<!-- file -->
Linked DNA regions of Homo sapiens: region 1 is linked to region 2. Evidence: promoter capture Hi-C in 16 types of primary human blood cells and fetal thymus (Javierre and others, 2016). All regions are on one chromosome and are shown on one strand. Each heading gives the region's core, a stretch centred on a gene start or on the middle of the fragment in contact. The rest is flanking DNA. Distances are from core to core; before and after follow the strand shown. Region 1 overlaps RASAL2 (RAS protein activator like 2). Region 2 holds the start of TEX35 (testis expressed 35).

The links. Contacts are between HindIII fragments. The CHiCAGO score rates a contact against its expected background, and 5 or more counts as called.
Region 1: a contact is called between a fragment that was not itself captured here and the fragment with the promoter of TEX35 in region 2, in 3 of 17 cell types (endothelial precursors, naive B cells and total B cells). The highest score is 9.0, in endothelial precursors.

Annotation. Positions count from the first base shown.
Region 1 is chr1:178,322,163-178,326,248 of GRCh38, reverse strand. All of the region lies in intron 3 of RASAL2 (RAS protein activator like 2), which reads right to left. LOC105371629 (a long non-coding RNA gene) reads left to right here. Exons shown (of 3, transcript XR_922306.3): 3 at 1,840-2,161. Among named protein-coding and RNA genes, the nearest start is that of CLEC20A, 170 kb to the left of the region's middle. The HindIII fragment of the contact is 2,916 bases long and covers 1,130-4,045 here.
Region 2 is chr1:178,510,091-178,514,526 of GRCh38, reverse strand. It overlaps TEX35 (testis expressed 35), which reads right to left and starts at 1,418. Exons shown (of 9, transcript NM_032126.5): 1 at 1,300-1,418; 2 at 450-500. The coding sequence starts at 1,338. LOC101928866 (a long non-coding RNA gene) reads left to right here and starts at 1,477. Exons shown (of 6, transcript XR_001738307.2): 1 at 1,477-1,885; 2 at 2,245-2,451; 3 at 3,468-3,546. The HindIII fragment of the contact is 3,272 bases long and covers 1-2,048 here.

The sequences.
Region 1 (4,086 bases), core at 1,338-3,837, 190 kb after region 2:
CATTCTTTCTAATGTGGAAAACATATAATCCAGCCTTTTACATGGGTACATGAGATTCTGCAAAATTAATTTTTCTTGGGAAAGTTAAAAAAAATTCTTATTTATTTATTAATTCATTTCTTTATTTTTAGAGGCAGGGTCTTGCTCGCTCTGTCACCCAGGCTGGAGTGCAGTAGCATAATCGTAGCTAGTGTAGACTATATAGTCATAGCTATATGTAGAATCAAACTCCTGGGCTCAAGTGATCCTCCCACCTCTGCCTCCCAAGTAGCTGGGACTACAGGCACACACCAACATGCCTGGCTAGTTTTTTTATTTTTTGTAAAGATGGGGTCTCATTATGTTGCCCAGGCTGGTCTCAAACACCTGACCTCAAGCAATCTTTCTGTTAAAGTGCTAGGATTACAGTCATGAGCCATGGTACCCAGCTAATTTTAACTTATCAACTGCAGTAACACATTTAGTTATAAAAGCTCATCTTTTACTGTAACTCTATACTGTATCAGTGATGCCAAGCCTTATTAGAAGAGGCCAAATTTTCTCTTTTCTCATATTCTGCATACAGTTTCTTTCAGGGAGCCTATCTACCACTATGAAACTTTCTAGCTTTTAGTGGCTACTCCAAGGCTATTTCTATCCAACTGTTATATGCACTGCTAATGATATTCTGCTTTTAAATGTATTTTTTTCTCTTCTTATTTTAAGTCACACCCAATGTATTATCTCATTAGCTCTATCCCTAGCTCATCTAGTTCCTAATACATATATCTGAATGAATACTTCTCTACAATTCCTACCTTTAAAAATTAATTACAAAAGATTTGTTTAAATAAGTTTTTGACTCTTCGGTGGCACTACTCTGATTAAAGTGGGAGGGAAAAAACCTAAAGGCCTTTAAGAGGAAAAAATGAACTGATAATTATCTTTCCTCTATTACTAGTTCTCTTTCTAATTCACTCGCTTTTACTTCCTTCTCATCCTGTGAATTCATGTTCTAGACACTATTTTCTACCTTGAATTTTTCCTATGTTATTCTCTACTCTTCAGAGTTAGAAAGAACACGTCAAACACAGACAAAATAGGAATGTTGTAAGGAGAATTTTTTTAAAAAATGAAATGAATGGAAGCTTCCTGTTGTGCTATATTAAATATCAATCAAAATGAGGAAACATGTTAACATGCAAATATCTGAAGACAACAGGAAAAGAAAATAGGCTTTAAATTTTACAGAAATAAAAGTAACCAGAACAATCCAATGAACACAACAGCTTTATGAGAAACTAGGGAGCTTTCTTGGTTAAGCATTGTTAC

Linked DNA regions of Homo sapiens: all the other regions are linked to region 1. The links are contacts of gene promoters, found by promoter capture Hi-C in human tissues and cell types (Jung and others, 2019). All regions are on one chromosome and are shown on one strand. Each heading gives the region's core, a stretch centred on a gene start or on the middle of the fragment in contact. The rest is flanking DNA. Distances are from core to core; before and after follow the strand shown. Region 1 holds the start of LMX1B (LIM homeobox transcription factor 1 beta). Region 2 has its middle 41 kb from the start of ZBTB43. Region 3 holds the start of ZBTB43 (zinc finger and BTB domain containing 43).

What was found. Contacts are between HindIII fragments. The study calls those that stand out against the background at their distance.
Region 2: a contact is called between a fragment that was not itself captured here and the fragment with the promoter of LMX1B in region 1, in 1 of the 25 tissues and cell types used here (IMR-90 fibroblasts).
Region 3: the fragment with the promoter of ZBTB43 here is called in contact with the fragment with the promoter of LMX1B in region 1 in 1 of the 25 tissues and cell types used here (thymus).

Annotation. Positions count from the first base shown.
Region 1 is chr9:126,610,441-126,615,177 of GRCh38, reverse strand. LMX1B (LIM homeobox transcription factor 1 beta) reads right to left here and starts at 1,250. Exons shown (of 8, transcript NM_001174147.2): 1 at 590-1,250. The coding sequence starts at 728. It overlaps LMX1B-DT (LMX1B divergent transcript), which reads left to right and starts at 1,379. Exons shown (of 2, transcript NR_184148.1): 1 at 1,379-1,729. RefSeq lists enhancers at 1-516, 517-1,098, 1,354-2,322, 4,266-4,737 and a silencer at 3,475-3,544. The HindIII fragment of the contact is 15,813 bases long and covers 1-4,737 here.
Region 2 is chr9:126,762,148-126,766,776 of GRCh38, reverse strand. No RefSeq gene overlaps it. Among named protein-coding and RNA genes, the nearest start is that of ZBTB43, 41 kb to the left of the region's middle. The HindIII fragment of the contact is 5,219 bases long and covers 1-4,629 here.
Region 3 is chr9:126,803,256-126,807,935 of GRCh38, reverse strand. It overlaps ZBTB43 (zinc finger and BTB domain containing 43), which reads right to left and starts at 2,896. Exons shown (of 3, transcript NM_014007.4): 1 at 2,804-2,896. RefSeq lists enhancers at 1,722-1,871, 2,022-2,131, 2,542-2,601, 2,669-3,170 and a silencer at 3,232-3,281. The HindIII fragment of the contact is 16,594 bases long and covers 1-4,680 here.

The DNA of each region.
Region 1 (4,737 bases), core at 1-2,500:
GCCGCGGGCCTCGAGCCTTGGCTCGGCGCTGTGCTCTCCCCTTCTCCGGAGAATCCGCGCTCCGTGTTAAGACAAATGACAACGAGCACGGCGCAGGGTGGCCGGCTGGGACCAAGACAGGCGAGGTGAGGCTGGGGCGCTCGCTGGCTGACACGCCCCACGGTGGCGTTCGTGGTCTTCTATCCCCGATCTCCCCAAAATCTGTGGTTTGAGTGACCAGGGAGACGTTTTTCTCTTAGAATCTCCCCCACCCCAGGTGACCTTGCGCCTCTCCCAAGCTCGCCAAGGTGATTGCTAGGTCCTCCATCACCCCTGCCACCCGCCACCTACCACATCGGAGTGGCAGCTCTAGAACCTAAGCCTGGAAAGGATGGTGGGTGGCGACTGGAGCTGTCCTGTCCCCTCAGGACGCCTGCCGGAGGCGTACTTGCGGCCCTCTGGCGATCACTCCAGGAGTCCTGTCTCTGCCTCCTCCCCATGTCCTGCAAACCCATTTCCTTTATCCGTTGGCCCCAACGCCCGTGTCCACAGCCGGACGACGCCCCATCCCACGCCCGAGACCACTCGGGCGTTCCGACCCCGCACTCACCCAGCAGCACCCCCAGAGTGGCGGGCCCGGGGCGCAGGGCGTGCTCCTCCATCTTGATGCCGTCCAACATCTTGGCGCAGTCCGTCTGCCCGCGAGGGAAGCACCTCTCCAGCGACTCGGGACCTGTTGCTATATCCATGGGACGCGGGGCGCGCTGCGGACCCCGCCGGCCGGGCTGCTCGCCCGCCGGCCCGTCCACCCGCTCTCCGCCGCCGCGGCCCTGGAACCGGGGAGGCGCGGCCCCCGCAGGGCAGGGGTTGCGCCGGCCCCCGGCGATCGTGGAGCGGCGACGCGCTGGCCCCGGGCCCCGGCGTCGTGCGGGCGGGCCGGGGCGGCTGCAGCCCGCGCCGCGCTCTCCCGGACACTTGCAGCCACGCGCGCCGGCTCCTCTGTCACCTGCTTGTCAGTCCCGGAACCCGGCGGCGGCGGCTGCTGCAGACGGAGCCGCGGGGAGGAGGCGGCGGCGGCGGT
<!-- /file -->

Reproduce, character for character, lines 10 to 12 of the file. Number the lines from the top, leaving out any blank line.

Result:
Linked DNA regions of Homo sapiens: all the other regions are linked to region 1. The links are contacts of gene promoters, found by promoter capture Hi-C in human tissues and cell types (Jung and others, 2019). All regions are on one chromosome and are shown on one strand. Each heading gives the region's core, a stretch centred on a gene start or on the middle of the fragment in contact. The rest is flanking DNA. Distances are from core to core; before and after follow the strand shown. Region 1 holds the start of LMX1B (LIM homeobox transcription factor 1 beta). Region 2 has its middle 41 kb from the start of ZBTB43. Region 3 holds the start of ZBTB43 (zinc finger and BTB domain containing 43).

What was found. Contacts are between HindIII fragments. The study calls those that stand out against the background at their distance.
Region 2: a contact is called between a fragment that was not itself captured here and the fragment with the promoter of LMX1B in region 1, in 1 of the 25 tissues and cell types used here (IMR-90 fibroblasts).